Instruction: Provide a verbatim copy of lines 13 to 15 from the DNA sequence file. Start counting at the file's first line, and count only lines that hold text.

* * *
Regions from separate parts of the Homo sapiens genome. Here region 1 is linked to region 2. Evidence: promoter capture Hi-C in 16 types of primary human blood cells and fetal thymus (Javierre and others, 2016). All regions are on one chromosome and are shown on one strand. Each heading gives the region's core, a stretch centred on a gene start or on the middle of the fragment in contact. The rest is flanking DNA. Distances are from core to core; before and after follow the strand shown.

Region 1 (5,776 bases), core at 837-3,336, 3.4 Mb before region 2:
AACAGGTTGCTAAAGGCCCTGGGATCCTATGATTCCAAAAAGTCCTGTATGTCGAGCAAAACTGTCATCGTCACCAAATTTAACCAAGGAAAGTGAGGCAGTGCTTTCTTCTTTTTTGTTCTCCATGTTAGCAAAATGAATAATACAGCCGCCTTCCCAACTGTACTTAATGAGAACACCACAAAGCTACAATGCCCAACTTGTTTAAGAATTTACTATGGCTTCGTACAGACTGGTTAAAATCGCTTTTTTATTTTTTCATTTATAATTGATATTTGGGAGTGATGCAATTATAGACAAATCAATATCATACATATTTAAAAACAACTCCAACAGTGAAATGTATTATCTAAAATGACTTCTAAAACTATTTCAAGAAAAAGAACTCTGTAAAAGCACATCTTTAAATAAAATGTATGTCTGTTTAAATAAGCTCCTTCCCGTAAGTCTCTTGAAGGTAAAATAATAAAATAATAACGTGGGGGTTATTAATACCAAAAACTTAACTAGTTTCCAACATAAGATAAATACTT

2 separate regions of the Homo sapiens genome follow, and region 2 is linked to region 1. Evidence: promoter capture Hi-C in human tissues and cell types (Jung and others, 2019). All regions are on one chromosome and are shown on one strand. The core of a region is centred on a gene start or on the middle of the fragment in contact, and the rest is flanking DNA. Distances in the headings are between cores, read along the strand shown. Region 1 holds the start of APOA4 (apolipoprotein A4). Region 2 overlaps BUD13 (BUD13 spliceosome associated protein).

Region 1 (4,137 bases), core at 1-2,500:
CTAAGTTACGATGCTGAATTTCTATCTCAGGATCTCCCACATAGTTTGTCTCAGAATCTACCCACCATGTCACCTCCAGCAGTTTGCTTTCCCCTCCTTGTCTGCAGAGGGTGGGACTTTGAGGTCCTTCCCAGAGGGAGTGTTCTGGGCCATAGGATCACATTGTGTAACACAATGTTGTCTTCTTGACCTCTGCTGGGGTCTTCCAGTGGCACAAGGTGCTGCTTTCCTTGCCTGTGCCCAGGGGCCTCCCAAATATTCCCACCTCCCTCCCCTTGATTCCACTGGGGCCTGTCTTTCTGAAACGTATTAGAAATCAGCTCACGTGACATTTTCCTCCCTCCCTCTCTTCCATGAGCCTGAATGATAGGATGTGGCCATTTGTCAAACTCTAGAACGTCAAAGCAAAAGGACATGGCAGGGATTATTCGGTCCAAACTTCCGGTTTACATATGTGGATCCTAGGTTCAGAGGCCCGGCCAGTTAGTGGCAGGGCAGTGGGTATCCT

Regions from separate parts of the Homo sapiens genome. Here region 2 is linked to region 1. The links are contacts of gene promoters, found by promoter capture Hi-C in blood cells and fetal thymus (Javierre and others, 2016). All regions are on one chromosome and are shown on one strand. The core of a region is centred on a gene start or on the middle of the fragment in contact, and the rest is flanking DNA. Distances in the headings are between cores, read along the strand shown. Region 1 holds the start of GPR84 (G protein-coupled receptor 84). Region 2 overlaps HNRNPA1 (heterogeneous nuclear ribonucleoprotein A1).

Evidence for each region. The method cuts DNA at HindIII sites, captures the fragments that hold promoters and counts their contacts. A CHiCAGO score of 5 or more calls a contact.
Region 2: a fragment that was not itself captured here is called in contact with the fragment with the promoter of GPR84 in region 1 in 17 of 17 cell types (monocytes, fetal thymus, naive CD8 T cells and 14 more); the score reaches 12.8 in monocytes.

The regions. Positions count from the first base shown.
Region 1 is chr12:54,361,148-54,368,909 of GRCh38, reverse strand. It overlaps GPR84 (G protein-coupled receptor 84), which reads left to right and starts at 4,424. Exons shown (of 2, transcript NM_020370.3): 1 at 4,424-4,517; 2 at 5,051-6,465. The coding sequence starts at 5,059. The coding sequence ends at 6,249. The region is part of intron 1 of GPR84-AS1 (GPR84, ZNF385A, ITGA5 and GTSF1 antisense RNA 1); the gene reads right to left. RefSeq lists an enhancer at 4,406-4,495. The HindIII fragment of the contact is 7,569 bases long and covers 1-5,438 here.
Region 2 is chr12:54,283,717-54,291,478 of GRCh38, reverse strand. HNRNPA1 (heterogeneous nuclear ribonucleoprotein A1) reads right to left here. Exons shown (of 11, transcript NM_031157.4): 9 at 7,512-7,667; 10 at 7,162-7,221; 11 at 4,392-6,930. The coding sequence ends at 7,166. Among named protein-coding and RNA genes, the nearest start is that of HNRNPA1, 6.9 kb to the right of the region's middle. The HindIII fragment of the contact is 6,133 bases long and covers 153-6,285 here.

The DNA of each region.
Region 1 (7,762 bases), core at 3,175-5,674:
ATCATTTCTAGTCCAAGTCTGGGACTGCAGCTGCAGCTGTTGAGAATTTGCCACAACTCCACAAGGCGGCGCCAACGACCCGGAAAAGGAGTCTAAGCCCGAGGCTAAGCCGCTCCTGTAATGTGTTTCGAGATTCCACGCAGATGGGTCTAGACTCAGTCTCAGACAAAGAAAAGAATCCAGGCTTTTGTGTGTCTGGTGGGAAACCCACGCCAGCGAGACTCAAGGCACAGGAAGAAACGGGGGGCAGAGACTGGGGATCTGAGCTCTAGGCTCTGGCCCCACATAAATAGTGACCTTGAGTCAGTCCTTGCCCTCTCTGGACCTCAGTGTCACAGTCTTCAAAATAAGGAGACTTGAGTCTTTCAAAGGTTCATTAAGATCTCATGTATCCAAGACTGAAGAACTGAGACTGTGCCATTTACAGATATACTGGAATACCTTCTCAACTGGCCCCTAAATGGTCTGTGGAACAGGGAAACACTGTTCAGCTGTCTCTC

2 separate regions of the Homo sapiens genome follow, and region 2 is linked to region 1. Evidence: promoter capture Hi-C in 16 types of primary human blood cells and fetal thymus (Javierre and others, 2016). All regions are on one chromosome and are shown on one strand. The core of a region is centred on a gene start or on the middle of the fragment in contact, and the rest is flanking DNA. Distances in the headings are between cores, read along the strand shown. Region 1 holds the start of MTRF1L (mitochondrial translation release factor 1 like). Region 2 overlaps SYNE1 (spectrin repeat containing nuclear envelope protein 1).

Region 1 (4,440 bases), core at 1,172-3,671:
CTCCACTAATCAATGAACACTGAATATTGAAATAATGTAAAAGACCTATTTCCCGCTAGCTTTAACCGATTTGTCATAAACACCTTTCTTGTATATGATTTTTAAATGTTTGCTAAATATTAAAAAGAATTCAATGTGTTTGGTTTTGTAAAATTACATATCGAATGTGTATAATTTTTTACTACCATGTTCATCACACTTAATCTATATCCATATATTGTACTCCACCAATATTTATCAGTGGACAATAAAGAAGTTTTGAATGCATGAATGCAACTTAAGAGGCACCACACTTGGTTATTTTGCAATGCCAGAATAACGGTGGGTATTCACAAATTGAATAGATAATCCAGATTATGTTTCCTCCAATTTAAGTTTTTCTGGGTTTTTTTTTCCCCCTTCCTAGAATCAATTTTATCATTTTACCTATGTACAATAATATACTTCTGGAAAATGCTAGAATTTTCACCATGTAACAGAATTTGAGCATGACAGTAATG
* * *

The DNA of each region.
Region 1 (7,762 bases), core at 3,175-5,674:
ATCATTTCTAGTCCAAGTCTGGGACTGCAGCTGCAGCTGTTGAGAATTTGCCACAACTCCACAAGGCGGCGCCAACGACCCGGAAAAGGAGTCTAAGCCCGAGGCTAAGCCGCTCCTGTAATGTGTTTCGAGATTCCACGCAGATGGGTCTAGACTCAGTCTCAGACAAAGAAAAGAATCCAGGCTTTTGTGTGTCTGGTGGGAAACCCACGCCAGCGAGACTCAAGGCACAGGAAGAAACGGGGGGCAGAGACTGGGGATCTGAGCTCTAGGCTCTGGCCCCACATAAATAGTGACCTTGAGTCAGTCCTTGCCCTCTCTGGACCTCAGTGTCACAGTCTTCAAAATAAGGAGACTTGAGTCTTTCAAAGGTTCATTAAGATCTCATGTATCCAAGACTGAAGAACTGAGACTGTGCCATTTACAGATATACTGGAATACCTTCTCAACTGGCCCCTAAATGGTCTGTGGAACAGGGAAACACTGTTCAGCTGTCTCTC